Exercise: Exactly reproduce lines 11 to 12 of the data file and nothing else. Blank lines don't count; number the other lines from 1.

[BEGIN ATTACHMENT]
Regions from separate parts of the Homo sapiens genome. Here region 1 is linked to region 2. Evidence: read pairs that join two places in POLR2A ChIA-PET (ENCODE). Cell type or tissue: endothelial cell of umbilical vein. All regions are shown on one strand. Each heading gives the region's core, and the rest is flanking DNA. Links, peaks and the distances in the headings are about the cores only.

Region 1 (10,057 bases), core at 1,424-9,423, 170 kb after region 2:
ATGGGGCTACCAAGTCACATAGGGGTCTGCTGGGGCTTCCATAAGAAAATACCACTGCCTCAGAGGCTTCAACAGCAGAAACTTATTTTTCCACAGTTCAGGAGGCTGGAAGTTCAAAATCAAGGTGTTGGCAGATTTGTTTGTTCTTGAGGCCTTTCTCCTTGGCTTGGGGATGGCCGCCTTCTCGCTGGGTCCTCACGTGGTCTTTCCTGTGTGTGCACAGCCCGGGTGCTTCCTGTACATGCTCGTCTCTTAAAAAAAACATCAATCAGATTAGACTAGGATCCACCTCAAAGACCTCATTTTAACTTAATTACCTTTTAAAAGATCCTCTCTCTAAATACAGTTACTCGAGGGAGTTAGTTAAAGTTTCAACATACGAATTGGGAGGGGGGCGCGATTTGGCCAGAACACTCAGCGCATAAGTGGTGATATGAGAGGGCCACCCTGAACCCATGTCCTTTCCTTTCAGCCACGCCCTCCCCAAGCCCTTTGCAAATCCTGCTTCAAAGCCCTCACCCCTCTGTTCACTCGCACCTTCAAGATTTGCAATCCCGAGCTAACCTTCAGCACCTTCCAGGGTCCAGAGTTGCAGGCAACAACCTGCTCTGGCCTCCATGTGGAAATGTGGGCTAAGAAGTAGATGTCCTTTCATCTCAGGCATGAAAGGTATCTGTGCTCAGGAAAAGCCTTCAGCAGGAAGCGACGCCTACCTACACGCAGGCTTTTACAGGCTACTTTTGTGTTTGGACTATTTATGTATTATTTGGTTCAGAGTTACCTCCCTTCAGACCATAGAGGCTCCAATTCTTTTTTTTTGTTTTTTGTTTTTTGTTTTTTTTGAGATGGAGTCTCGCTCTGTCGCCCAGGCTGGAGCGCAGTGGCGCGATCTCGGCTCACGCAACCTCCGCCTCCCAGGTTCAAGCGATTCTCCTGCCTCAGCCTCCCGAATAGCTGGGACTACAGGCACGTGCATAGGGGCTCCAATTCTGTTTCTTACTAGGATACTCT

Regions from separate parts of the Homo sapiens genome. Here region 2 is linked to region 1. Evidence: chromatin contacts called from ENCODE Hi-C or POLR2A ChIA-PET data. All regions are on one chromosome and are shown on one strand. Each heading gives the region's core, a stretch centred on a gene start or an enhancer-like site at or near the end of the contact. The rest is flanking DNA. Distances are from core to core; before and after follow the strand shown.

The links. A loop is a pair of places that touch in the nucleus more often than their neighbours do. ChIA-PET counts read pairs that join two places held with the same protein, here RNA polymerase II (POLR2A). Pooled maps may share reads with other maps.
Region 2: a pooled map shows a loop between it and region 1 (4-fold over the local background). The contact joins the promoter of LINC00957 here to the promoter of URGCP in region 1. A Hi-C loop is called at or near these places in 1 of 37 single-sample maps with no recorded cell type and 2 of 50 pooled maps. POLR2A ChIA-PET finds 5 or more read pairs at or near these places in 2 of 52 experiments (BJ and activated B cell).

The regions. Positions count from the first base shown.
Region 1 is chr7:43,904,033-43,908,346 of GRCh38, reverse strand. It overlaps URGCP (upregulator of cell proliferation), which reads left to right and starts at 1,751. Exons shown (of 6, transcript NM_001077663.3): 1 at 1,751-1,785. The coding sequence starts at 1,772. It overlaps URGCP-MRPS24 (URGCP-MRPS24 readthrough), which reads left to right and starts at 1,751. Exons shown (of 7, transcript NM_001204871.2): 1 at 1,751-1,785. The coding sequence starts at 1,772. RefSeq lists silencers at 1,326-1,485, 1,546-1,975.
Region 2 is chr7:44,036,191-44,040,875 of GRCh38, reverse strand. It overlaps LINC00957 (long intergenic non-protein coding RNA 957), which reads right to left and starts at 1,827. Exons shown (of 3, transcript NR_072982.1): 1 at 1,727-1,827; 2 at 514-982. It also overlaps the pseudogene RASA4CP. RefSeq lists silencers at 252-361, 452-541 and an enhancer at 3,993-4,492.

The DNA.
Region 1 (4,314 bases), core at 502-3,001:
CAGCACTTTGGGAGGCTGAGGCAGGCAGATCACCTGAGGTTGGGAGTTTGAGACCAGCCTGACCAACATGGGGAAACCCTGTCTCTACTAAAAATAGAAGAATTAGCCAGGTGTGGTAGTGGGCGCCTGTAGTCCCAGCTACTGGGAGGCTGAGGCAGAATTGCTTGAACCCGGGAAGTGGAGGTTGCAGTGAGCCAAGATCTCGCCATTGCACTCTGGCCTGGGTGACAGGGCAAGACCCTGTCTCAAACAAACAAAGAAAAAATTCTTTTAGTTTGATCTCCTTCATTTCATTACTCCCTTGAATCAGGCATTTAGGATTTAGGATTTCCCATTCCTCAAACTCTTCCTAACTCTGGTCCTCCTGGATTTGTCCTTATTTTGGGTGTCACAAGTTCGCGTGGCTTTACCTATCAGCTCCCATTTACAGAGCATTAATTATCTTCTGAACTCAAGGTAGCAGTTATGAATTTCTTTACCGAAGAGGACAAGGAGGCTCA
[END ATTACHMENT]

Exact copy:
Region 1 (4,314 bases), core at 502-3,001:
CAGCACTTTGGGAGGCTGAGGCAGGCAGATCACCTGAGGTTGGGAGTTTGAGACCAGCCTGACCAACATGGGGAAACCCTGTCTCTACTAAAAATAGAAGAATTAGCCAGGTGTGGTAGTGGGCGCCTGTAGTCCCAGCTACTGGGAGGCTGAGGCAGAATTGCTTGAACCCGGGAAGTGGAGGTTGCAGTGAGCCAAGATCTCGCCATTGCACTCTGGCCTGGGTGACAGGGCAAGACCCTGTCTCAAACAAACAAAGAAAAAATTCTTTTAGTTTGATCTCCTTCATTTCATTACTCCCTTGAATCAGGCATTTAGGATTTAGGATTTCCCATTCCTCAAACTCTTCCTAACTCTGGTCCTCCTGGATTTGTCCTTATTTTGGGTGTCACAAGTTCGCGTGGCTTTACCTATCAGCTCCCATTTACAGAGCATTAATTATCTTCTGAACTCAAGGTAGCAGTTATGAATTTCTTTACCGAAGAGGACAAGGAGGCTCA